By -san, which denotes Mr., Mrs., Miss, or Ms. Suzuki-san, for instance, denotes Mr. Suzuki, Miss Suzuki, etc. It is just improper to put the suffix “-san” after your own last name. The -san suffix is a dignified title; it seems foolish or uncultured to extend such a courtesy to oneself. Until they start using your first name, use the last names of your counterparts. Add the -san to the first name even then.
There are usually a few English-speaking people assigned to large Japanese companies to conduct negotiations in that language.
However, note that there are significant differences between the two languages, making communication difficult at times. Though they might have trouble articulating their opinions, Japanese negotiators typically better understand your thought process than you might think.
Using an interpreter has benefits. You will benefit from conducting business in the customer’s native tongue, and the Japanese team will feel more at ease working with you.
Japan is a very loyal market. If you make a mistake, be honest about it. Avoid making claims about your products that turn out to be untrue or claiming to be organic when you’re not. Japan is loyal, but they are very quick to turn their back if they discover that something has been done that’s not quite correct.
Many of the stereotypes about Japanese people that we see from abroad—that they are strict, hardworking, devoted, and honest—are, for the most part, accurate. Here, mistakes can be very costly and cause you to fall back significantly.
JAPAN IS A HIGHLY EDUCATED AND SOPHISTICATED MARKET
Japan is a highly educated and sophisticated market. Anything international and high-quality, particularly in the gourmet sector (be it wine, spirits, honey, cheese, or anything in the luxury space where demand depends on a very receptive market), is what the Japanese market is all about.
For instance, if you import wine into Japan, you should be aware that the nation has more qualified sommeliers than any other in the world in terms of wine education. In terms of the number of individuals who study wine, it is the most advanced market. In Japan, people adore collecting badges, certificates, and other souvenirs to display on their walls.
BE AWARE OF THE LOCAL COMPETITION
Japan’s strong local competition has forced many large companies to close their businesses. Make sure that you do your homework and learn from others’ mistakes. To fully understand your competition, the key characteristics of your product or service, and the localization demands to effectively communicate your brand, conduct an extensive market research study. Your best chance of success will come from conducting thorough research, developing a well-thought-out strategy, and creating a sound financial plan.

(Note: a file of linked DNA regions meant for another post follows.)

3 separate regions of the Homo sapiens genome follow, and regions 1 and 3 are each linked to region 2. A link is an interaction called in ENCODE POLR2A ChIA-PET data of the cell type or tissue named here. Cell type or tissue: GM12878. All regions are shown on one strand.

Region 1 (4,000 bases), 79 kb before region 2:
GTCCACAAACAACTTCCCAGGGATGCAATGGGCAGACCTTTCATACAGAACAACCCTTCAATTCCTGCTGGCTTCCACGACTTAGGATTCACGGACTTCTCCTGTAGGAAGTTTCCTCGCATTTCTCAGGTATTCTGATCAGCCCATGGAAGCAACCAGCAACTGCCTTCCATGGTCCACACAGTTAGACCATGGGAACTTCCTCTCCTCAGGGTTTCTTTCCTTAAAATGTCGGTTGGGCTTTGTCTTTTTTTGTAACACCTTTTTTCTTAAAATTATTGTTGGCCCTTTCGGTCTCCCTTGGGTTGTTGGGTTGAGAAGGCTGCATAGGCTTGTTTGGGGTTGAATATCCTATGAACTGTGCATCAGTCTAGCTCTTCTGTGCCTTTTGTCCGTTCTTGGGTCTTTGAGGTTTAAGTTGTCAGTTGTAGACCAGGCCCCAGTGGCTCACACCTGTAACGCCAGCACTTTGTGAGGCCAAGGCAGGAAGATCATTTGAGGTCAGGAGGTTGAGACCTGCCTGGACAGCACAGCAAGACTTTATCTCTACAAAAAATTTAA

Reach out to us at Relin Consultants – Leading Global Business Set Up Partners for further assistance if you wish to incorporate a company in Japan and run it successfully.
What are the key cultural differences to consider when conducting business in Japan?
In Japan, punctuality is highly valued. Everyone is expected to be on time for meetings and appointments. Make an effort to arrive either early or precisely at the appointed time. Inform your Japanese counterpart courteously and regretfully if you anticipate a delay.
What role does hierarchy play in Japanese business culture?
Respect for decisions made by superiors is shown by subordinates, which promotes a peaceful workplace built on loyalty and respect for one another. The speed of decision-making may also be impacted by the hierarchical structure of Japanese businesses.
How does the concept of “saving face” impact business interactions in Japan?
Maintaining one’s dignity in public, both to oneself and others, is arguably one of Japan’s most significant cultural values. To keep their good reputation intact and avoid offending anyone, Japanese people usually try to figure out how to modify their own desires to suit those of others appropriately.
What is the significance of business cards in Japan, and how should they be exchanged?
In Japan, social order and hierarchy are highly valued. When exchanging meishi, it is crucial to present your card with both hands, offering it to the recipient with a slight bow. The text on the card should be properly displayed when it is facing the recipient.
Which negotiation strategies are common in Japanese business culture?
Japanese negotiators emphasize areas of agreement, try to avoid conflict, and search for a middle ground where both sides can benefit. The Japanese employ a non-argumentative communicative style.